Film Review by Kam Williams
Sometimes a gem of a movie slips through the cracks that really has no business getting lost. Such is the case with Quartet, a delightful dramedy directed by Dustin Hoffman and starring Maggie Smith.
Since the film was released in late December by the esteemed Weinstein Company, one would naturally expect it to generate a lot of Academy Award buzz. But it was overlooked entirely, which means moviegoers might now be tempted to pass on the picture in favor of Oscar contenders. I just hope audiences don't dismiss Quartet because it lacks the Academy's stamp of approval.
The story is set at Beecham House, a sprawling estate in England which serves as a retirement home for accomplished classical musicians. At the point of departure, we are introduced to three of its residents Wilfred (Billy Connolly), Cecily (Pauline Collins) and Reginald (Tom Courtenay), opera singers who once shared the limelight as members of a famed quartet.
Melancholy Reggie is rather reserved in contrast to the comic relief coming courtesy of slightly senile Cissy and ladies man Wilf, a frisky codger quick to flirt with anything in a skirt. Otherwise, Beecham House is busy preparing to put on an annual concert, staged each year on Verdi's birthday.
The plot thickens when Jean Horton (Smith), a very demanding, former diva, moves in unannounced. For not only was she responsible for the breakup of the aforementioned quartet, but the adulteress was also to blame for the failure of her brief marriage to Reggie.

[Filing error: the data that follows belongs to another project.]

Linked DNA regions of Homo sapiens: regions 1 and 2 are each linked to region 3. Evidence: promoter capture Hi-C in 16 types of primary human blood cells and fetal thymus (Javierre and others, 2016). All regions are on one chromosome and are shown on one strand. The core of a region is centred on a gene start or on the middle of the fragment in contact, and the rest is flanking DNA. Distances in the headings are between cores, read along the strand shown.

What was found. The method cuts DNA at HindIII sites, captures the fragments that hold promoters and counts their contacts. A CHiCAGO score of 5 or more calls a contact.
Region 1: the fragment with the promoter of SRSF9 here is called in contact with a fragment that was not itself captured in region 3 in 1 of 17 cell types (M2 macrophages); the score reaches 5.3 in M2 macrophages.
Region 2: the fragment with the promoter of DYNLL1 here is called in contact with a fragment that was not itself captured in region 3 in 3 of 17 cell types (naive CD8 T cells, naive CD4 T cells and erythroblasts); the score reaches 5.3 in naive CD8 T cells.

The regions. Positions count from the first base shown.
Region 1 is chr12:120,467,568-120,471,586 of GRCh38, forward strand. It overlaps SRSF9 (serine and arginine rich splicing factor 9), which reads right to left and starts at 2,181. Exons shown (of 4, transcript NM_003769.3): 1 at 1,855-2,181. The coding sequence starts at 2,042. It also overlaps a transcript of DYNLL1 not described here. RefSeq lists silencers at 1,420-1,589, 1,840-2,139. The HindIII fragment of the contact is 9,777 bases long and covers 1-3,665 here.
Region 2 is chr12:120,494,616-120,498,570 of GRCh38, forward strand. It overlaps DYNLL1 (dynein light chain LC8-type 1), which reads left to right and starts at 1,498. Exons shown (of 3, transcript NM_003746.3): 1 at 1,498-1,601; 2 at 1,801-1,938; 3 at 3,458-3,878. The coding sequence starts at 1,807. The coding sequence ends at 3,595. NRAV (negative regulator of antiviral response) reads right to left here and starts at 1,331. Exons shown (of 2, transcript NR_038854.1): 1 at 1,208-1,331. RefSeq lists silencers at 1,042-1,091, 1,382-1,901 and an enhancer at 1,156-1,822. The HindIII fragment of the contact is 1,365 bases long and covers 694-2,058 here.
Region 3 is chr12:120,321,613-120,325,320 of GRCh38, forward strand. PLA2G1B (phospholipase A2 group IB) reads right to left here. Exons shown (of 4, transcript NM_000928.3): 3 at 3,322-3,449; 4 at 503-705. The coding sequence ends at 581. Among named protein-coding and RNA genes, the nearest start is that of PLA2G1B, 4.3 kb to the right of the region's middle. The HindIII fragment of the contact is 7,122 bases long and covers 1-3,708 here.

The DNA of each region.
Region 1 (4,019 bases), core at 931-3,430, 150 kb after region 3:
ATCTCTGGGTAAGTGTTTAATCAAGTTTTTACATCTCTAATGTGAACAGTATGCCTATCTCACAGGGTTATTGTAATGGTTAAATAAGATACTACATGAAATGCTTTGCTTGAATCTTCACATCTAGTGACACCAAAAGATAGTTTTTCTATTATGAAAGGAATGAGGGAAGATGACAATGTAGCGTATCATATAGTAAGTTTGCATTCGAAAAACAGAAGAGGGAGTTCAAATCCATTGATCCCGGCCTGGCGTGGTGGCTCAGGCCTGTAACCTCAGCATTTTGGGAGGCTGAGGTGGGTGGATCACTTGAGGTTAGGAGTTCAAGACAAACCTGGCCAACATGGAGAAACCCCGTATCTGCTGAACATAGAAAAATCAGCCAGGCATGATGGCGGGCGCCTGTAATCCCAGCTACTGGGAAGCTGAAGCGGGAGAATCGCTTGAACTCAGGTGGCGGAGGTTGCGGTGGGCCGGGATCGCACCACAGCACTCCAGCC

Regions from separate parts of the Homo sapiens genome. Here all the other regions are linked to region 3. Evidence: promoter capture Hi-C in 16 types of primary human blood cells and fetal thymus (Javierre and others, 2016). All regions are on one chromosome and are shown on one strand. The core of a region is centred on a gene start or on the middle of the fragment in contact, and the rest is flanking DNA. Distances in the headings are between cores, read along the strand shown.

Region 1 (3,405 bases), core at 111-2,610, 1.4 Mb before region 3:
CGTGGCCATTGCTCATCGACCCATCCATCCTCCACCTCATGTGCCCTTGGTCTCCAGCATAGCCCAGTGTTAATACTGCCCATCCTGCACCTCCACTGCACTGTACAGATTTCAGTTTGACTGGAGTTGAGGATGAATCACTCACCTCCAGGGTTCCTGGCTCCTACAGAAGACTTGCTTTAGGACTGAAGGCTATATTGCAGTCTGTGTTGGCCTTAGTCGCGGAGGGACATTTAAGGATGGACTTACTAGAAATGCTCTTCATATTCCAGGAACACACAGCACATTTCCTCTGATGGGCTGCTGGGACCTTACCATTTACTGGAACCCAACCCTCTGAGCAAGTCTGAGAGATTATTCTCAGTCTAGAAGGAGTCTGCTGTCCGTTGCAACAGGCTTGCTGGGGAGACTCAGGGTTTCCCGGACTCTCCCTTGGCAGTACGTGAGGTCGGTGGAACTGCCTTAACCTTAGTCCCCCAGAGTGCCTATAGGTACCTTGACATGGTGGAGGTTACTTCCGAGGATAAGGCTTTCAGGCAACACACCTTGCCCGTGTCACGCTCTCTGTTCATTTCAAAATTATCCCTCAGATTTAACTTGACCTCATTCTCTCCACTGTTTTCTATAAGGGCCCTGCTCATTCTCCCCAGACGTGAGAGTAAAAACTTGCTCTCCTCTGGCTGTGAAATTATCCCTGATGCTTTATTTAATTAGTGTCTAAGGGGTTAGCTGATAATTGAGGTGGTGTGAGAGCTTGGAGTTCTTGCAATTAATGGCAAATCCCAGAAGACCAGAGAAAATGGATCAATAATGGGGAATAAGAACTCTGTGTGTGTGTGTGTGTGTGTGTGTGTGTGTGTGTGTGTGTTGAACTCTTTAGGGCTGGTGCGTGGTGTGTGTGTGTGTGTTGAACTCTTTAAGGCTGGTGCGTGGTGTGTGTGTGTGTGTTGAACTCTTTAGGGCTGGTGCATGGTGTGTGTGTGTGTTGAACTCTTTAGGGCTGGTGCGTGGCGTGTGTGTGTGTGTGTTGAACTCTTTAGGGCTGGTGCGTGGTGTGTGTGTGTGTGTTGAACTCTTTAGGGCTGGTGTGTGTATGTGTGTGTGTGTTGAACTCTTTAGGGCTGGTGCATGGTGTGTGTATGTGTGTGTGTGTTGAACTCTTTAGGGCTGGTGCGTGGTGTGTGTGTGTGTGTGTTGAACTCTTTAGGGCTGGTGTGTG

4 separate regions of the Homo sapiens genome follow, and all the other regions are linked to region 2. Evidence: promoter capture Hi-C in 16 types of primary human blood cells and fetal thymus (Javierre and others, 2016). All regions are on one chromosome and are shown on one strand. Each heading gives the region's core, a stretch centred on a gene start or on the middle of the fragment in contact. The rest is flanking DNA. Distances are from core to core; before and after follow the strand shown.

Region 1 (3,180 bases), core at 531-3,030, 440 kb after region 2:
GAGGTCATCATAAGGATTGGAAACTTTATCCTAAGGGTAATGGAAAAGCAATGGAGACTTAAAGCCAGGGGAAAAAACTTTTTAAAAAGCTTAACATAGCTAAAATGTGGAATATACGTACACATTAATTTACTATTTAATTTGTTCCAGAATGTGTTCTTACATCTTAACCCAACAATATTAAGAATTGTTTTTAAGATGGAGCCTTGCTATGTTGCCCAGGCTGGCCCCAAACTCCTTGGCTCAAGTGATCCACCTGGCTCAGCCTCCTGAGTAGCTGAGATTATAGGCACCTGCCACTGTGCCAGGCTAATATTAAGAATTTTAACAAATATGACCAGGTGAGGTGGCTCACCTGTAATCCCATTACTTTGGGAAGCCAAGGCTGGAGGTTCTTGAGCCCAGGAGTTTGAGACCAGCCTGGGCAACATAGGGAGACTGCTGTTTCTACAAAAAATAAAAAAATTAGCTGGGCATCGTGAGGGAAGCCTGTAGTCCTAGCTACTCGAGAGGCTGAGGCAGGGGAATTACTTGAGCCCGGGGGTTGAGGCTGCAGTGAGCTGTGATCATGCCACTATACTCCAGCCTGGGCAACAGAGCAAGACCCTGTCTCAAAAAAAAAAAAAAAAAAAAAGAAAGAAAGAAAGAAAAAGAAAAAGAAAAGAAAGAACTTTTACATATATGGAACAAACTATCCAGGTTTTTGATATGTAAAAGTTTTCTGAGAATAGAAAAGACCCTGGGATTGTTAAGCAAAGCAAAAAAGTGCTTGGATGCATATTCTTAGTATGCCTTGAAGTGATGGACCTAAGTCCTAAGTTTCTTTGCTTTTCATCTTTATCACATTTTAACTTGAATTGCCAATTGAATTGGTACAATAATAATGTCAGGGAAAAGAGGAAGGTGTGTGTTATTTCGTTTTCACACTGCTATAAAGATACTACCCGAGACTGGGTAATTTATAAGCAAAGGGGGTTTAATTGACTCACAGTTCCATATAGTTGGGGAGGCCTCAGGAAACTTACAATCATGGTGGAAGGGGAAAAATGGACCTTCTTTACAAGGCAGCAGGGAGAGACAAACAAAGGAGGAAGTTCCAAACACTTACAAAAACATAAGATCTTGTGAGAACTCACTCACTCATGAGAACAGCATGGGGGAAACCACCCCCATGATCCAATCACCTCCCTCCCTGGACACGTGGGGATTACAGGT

Jean is so narcissistic that she's initially oblivious to the effect that her arrival is having on her ex, who ostensibly never fully recovered from their divorce. Instead, she spends her time complaining about having to adjust to the relatively modest circumstances.
Will the two reconcile, let alone be able to even share the same space? And can the quartet be reunited to perform as headliners at the recital, a fundraiser suddenly critical to Beecham's remaining afloat? These are the pivotal concerns that will keep you entertained and engaged every step of the way to the glorious resolution.
A charming, romantic romp revolving around a couple of unexpected encores.
Excellent (4 stars)
Rated PG-13 for suggestive humor and brief profanity
Running time: 98 minutes
Distributor: The Weinstein Company
To see a trailer for Quartet, visit
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